Truly an amazing human accomplishment. If only everything else in life would bring the people of the world together like space exploration....

 Not exactly, 

I'm referring to the father of the Saturn 5 and his vision since the 30's. He developed the  rockets that launched our first space satellite " Explorer 1". Director of the Marshall Space Flight Center and chief architect of the Saturn V super heavy launch vehicle that propelled Apollo Spacecraft to the moon. A National Medal of Science recipient.  Dreaming and financing are one aspect. Actually doing it is another endeavor.  

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Posted (edited)

I would have thought Chis Kraft.

 

ps we flew to the moon on plated wire memory.

Edited by padgett (see edit history)

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Posted (edited)
32 minutes ago, padgett said:

I would have thought Chis Kraft.

Kraft, like all the engineers on these projects played a crucial role and as in humanity are linked together. Linked together is a key word in the space race. But my meaning has more to do with the architect of the Saturn 5 and going all the way back to it's beginning. The beginning is what gave U.S. rocketry it's leg up of about 5 years, but it wasn't until 1957 that Von Braun was needed and finally utilized  to really get our space program going with the Jupiter C. This was all necessary because of the USSR's Sputnik. A interesting note on the Soviet R-7 is that it's father and the Saturn 5 have the same father because the Soviets took the plans for the V-2 while they were in Peenemunde and started their own programs from it.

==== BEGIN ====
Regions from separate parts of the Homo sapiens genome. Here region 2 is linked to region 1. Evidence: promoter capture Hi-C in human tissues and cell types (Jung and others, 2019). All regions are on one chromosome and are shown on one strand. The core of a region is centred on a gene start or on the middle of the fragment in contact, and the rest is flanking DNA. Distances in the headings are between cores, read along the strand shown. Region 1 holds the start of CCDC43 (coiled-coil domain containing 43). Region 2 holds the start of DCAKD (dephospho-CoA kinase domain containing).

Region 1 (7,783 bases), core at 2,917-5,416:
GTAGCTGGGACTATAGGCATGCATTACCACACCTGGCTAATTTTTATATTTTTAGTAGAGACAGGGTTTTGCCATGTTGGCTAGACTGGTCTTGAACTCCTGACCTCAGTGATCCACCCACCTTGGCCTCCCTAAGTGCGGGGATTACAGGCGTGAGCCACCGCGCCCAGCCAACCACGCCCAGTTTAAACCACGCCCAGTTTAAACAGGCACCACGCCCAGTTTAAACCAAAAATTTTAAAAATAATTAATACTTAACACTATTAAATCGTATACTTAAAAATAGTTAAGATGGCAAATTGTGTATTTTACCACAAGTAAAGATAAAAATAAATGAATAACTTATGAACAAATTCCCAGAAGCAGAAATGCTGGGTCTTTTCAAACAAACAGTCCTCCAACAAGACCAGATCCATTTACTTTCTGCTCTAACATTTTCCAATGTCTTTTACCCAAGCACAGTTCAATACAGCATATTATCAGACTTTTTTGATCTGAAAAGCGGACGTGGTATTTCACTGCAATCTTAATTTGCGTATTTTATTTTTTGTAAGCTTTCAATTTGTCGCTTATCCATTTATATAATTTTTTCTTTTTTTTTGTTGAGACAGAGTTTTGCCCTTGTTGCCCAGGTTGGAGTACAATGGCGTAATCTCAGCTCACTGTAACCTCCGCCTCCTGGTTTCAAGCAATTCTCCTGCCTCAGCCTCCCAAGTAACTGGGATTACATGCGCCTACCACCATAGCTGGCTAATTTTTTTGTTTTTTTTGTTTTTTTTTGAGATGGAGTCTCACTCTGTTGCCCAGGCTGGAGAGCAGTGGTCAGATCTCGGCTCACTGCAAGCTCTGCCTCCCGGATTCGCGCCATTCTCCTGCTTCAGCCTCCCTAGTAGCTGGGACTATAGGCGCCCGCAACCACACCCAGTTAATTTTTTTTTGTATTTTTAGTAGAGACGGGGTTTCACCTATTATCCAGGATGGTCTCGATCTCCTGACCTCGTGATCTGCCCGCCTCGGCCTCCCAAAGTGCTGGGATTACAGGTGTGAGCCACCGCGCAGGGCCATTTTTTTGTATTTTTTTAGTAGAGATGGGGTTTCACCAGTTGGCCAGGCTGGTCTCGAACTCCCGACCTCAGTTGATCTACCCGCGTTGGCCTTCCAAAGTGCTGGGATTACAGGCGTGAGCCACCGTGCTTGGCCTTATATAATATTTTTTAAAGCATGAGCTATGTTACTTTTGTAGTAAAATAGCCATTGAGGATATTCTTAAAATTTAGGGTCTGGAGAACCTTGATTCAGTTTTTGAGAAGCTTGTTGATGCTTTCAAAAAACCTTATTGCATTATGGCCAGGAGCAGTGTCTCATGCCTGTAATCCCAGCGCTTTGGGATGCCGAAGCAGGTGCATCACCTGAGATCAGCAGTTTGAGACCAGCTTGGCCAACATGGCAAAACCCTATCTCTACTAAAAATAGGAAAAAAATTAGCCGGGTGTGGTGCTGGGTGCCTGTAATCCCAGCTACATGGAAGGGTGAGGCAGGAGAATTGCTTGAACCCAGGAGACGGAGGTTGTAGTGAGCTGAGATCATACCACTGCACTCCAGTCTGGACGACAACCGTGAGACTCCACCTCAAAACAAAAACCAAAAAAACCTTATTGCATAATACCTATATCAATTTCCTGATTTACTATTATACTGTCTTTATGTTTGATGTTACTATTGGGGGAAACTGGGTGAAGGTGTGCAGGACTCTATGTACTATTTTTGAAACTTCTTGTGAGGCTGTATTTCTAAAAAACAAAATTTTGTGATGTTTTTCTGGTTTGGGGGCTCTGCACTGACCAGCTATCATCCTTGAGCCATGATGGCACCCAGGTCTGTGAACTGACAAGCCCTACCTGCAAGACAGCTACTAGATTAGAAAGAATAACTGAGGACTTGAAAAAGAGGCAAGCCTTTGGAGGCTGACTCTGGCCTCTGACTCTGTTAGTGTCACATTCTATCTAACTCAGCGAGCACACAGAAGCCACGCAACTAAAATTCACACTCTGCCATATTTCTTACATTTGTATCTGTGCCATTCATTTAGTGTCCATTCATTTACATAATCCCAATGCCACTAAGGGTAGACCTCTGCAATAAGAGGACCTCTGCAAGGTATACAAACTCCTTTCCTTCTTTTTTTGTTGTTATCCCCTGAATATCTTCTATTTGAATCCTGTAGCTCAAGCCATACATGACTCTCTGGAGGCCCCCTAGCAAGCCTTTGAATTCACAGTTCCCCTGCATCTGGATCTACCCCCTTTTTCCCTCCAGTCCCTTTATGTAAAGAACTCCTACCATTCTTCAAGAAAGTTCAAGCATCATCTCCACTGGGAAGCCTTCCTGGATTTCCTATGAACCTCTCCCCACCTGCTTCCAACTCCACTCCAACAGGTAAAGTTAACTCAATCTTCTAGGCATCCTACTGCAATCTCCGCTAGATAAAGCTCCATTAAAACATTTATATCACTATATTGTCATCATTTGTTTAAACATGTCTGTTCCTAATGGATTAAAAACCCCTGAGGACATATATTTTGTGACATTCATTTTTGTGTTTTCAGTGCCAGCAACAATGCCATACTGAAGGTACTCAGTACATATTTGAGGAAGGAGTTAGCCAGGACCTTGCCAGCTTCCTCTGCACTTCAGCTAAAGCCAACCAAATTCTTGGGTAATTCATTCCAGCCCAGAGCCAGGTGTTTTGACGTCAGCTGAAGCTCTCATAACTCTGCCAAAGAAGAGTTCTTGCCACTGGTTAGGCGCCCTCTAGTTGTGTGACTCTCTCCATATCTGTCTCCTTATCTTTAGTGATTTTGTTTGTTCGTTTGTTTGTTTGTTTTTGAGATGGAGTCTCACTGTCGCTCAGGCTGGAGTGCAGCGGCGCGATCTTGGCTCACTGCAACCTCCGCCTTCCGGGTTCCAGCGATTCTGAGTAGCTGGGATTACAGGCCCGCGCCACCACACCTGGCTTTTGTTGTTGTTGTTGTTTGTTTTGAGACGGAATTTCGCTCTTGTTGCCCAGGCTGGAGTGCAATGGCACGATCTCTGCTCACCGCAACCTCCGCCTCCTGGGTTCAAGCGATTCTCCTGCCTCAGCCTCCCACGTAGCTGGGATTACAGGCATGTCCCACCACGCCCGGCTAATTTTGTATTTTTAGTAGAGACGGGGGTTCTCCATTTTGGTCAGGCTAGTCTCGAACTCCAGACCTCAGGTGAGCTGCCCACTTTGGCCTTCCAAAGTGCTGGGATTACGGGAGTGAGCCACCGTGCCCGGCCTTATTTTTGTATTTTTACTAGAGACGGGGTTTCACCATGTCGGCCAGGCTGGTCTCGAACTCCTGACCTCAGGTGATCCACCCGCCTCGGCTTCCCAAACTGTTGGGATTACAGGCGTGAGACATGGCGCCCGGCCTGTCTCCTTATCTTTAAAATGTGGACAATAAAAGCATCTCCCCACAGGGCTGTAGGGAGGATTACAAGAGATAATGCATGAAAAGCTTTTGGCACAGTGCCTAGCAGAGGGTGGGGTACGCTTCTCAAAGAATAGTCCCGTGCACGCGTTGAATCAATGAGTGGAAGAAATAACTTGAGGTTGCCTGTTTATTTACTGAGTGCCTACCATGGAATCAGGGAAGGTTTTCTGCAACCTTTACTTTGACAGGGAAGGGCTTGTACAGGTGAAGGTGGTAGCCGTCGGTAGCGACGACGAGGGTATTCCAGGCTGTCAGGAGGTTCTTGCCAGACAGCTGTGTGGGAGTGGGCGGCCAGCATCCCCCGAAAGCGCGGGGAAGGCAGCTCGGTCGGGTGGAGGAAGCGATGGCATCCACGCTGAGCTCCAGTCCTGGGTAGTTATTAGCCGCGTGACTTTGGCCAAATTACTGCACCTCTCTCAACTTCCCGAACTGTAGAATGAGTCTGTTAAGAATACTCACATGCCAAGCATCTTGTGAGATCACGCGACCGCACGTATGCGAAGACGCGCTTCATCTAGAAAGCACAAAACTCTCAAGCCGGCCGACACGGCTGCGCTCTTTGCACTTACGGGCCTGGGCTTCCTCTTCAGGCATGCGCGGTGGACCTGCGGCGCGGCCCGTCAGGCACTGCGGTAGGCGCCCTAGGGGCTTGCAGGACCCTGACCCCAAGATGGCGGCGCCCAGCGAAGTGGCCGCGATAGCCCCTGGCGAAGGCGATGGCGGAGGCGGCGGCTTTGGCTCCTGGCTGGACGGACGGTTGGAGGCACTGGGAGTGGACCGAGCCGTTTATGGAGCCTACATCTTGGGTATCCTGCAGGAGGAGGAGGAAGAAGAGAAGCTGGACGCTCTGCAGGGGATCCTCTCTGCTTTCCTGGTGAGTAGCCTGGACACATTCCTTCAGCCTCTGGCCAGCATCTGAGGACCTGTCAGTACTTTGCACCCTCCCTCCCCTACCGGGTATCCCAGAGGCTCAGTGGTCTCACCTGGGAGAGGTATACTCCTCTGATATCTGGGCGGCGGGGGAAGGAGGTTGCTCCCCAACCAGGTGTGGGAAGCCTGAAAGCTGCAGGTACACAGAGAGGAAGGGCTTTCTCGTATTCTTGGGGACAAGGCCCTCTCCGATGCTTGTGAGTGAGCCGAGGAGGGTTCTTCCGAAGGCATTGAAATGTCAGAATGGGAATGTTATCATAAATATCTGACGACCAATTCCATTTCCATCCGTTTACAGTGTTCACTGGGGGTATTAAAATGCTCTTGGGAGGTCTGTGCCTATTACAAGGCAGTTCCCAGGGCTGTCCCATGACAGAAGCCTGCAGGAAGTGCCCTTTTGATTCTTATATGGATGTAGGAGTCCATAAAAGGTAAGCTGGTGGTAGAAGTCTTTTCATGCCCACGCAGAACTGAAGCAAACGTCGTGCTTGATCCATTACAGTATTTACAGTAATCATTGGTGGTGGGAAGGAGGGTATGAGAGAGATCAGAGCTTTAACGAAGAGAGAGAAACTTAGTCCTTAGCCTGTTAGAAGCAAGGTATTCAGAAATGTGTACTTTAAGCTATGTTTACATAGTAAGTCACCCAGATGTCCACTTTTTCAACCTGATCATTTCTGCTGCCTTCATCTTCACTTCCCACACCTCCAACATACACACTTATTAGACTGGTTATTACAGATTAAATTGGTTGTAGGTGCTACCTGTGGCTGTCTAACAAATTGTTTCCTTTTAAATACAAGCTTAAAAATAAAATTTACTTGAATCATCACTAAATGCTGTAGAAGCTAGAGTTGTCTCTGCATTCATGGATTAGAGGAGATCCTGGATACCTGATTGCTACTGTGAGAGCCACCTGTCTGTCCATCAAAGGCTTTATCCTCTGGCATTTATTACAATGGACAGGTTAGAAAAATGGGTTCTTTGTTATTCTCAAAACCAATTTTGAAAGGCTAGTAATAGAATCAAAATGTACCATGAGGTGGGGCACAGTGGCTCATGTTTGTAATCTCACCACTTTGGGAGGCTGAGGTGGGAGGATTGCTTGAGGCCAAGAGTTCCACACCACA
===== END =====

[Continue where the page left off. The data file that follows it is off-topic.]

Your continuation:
Edited by Pfeil (see edit history)

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53 minutes ago, Pfeil said: